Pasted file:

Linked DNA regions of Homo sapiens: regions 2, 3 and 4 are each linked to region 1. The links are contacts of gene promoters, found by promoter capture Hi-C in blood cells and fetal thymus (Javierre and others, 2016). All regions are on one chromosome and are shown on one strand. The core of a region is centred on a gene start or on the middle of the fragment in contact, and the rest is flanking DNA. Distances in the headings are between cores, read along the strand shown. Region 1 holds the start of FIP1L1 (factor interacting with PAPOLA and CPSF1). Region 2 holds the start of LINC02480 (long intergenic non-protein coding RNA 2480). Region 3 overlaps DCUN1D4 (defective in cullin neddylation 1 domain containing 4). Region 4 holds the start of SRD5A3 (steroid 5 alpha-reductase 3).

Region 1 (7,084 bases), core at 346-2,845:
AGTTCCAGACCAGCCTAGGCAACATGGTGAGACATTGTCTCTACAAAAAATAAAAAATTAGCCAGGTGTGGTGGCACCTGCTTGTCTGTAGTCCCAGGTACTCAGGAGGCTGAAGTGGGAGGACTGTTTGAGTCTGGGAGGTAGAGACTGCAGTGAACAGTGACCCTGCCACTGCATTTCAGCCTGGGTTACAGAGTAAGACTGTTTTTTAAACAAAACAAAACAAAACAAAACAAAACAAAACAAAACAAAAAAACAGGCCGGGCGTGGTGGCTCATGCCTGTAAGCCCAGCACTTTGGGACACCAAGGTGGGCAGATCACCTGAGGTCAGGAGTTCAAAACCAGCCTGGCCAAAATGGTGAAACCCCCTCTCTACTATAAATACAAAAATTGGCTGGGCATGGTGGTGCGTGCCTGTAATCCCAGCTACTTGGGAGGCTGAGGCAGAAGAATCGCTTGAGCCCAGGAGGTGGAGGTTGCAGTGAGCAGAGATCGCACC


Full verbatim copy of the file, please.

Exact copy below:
Linked DNA regions of Homo sapiens: regions 2, 3 and 4 are each linked to region 1. The links are contacts of gene promoters, found by promoter capture Hi-C in blood cells and fetal thymus (Javierre and others, 2016). All regions are on one chromosome and are shown on one strand. The core of a region is centred on a gene start or on the middle of the fragment in contact, and the rest is flanking DNA. Distances in the headings are between cores, read along the strand shown. Region 1 holds the start of FIP1L1 (factor interacting with PAPOLA and CPSF1). Region 2 holds the start of LINC02480 (long intergenic non-protein coding RNA 2480). Region 3 overlaps DCUN1D4 (defective in cullin neddylation 1 domain containing 4). Region 4 holds the start of SRD5A3 (steroid 5 alpha-reductase 3).

Region 1 (7,084 bases), core at 346-2,845:
AGTTCCAGACCAGCCTAGGCAACATGGTGAGACATTGTCTCTACAAAAAATAAAAAATTAGCCAGGTGTGGTGGCACCTGCTTGTCTGTAGTCCCAGGTACTCAGGAGGCTGAAGTGGGAGGACTGTTTGAGTCTGGGAGGTAGAGACTGCAGTGAACAGTGACCCTGCCACTGCATTTCAGCCTGGGTTACAGAGTAAGACTGTTTTTTAAACAAAACAAAACAAAACAAAACAAAACAAAACAAAACAAAAAAACAGGCCGGGCGTGGTGGCTCATGCCTGTAAGCCCAGCACTTTGGGACACCAAGGTGGGCAGATCACCTGAGGTCAGGAGTTCAAAACCAGCCTGGCCAAAATGGTGAAACCCCCTCTCTACTATAAATACAAAAATTGGCTGGGCATGGTGGTGCGTGCCTGTAATCCCAGCTACTTGGGAGGCTGAGGCAGAAGAATCGCTTGAGCCCAGGAGGTGGAGGTTGCAGTGAGCAGAGATCGCACC